From the streets to helping others

Alicia Morphett-Edwards (The Southern Cross)

Homelessness is "something that just happens due to choices you make, the people you surround yourself around," says a 26-year-old success story of the Hutt St Centre homelessness service, reports The Southern Cross.

Six months ago Alicia Morphett-Edwards was living on the streets in suburban Adelaide, her night-time abode a park, a public building or a toilet block.

Caught in a downward spiral of drugs, unemployment and bad relationships, Alicia was too ashamed to seek help from family and preferred to “go solo” in the southern suburbs she was familiar with rather than join the homeless community in the city.

In the end, it was the need for a free meal that took her to the Hutt St Centre, a Daughters of Charity service, where she was assigned a case manager who, within two days, found her emergency accommodation in Catherine House and then Unity Boarding House.

Today, Alicia rents a unit, is working between 20 and 40 hours in a hotel kitchen and is one of the Hutt St Centre’s biggest advocates, having participated in a video promoting an innovative new social bonds scheme launched last month.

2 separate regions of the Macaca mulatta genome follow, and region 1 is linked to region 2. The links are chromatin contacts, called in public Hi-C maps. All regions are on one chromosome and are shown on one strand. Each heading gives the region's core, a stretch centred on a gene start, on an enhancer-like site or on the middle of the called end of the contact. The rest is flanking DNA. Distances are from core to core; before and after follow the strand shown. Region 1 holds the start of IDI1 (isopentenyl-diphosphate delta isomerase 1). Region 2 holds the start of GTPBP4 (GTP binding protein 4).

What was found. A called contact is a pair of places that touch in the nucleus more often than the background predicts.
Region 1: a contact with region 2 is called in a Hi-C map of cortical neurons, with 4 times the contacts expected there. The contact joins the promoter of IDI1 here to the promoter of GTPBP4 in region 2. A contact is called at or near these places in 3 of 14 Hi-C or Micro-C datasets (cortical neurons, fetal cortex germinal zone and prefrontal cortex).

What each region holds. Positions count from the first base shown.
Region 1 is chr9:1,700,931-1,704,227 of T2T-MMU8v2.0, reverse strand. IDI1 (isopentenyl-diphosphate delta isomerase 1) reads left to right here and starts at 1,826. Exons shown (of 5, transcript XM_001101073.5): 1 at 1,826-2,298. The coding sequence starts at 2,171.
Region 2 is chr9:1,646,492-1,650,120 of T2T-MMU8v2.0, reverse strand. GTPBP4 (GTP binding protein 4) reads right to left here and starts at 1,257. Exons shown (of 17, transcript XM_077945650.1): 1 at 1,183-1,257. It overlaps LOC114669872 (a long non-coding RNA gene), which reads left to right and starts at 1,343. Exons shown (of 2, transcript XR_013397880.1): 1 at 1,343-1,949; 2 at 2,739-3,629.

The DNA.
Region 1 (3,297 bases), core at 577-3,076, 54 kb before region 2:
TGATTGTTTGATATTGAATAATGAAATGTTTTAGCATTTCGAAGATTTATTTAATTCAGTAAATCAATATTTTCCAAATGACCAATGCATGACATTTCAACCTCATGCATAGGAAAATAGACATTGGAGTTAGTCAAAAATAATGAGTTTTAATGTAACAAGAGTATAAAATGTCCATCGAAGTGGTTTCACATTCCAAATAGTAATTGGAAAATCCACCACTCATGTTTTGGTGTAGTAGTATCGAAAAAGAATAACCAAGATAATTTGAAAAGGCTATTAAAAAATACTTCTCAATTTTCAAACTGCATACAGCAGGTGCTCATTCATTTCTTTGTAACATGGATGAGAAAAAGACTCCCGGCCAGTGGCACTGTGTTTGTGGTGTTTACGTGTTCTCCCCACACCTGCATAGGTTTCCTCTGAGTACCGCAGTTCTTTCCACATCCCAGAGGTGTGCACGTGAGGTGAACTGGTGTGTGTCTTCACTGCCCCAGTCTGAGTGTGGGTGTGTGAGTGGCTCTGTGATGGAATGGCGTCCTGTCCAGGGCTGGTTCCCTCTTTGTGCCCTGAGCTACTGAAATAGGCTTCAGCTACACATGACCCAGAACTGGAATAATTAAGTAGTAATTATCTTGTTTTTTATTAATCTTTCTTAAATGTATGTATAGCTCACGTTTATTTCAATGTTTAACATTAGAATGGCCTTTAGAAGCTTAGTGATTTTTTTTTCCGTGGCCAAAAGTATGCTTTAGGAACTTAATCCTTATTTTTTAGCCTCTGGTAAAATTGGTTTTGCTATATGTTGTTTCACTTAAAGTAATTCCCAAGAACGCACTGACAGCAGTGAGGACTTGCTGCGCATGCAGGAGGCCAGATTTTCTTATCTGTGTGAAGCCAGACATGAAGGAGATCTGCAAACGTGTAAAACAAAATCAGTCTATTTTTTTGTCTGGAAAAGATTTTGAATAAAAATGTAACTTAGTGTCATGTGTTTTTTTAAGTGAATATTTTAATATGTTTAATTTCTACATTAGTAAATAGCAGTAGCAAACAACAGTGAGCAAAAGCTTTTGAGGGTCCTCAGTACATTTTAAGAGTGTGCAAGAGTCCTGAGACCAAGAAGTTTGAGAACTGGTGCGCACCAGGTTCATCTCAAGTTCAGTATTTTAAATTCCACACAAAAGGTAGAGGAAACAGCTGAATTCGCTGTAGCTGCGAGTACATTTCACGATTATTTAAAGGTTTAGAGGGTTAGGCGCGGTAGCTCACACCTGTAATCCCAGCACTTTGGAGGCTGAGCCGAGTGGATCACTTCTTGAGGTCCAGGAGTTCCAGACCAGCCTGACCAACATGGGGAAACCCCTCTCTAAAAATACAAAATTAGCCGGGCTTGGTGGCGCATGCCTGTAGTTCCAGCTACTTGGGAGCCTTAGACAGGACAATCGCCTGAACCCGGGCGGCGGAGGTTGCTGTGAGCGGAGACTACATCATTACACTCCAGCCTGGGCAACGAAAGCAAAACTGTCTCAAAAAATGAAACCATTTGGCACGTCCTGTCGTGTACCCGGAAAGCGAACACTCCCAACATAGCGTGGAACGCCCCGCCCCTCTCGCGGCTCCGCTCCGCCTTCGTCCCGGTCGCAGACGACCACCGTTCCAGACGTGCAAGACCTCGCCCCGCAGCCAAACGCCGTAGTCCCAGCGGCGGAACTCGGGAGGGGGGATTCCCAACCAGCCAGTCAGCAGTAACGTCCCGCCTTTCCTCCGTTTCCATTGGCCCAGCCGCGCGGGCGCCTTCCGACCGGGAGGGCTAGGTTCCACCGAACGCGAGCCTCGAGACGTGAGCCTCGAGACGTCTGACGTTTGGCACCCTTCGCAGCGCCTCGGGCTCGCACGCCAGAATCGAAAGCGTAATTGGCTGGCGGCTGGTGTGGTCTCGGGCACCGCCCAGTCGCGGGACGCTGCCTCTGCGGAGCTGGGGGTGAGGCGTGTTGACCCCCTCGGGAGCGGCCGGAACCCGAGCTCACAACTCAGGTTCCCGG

Investors in the bond scheme will fund the working capital of the Aspire Program, which seeks to provide disadvantaged people with re-education, job training and employment pathways and skills to help them break the cycle of homelessness. A central element of the program is ongoing case management of homeless people for up to three years.

“By telling my story I might help other people to realise they can find people who are willing to help them," Alicia said.

Alicia said she never expected to be homeless: “Sometimes it’s something that just happens due to choices you make, the people you surround yourself around.”

Watching the video made Alicia "tear up" because it made her realise just how many people could be helped by obtaining funds that would provide investment in assistance for a homeless person over three years, not three months as happens now.

In the video, she explains how the pathway to employment program resulted in her gaining part-time work and made a huge difference to her life.

“Having a job is amazing,” she said. “To be able to get back to work, to be needed, to feel that sense of accomplishment is excellent, I couldn’t be happier.”

View the video at


From the streets to helping others (The Southern Cross)

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